Diplomatic representation in the US:
chief of mission: Ambassador (vacant); Charge d'Affaires MAOWIA Osman Khalid Mohammed (since 31 January 2014)
chancery: 2210 Massachusetts Avenue NW, Washington, DC 20008
telephone: [1] (202) 338-8565
FAX: [1] (202) 667-2406

Diplomatic representation from the US:
chief of mission: Ambassador (vacant); Charge d'Affaires Steven KOUTSIS (since July 2016)
embassy: Sharia Ali Abdul Latif Street, Khartoum
mailing address: P.O. Box 699, Kilo 10, Soba, Khartoum; APO AE 09829
telephone: [249] (187)-0-(22000)
FAX: [249] (183) 774-137

Flag description:
three equal horizontal bands of red (top), white, and black with a green isosceles triangle based on the hoist side; colors and design based on the Arab Revolt flag of World War I, but the meanings of the colors are expressed as follows: red signifies the struggle for freedom, white is the color of peace, light, and love, black represents the people of Sudan (in Arabic 'Sudan' means black), green is the color of Islam, agriculture, and prosperity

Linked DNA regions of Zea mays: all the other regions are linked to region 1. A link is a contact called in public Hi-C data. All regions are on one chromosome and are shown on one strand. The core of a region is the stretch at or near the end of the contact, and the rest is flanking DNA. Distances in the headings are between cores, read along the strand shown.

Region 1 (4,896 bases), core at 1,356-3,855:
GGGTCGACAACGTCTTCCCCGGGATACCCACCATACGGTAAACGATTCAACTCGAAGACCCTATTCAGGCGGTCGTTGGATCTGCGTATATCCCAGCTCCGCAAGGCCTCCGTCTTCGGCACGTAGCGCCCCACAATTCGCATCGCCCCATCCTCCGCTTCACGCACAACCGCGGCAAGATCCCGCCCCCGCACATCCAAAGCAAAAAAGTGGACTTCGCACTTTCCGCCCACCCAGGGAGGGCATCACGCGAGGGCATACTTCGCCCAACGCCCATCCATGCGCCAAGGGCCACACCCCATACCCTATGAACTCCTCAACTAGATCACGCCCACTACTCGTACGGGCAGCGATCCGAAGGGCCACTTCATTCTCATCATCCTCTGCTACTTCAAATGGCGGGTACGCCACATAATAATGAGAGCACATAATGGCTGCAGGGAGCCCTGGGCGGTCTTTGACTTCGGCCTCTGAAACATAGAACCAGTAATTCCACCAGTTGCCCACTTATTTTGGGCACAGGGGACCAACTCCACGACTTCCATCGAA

National symbol(s):
secretary bird; national colors: red, white, black, green

National anthem:
name: "Nahnu Djundulla Djundulwatan" (We Are the Army of God and of Our Land)
lyrics/music: Sayed Ahmad Muhammad SALIH/Ahmad MURJAN
note: adopted 1956; originally served as the anthem of the Sudanese military


NOTE: 1) The information regarding Sudan on this page is re-published from the 2018 World Fact Book of the United States Central Intelligence Agency. No claims are made regarding the accuracy of Sudan Government 2018 information contained here. All suggestions for corrections of any errors about Sudan Government 2018 should be addressed to the CIA.
2) The rank that you see is the CIA reported rank, which may habe the following issues:
  a) The assign increasing rank number, alphabetically for countries with the same value of the ranked item, whereas we assign them the same rank.
  b) The CIA sometimes assignes counterintuitive ranks. For example, it assigns unemployment rates in increasing order, whereas we rank them in decreasing order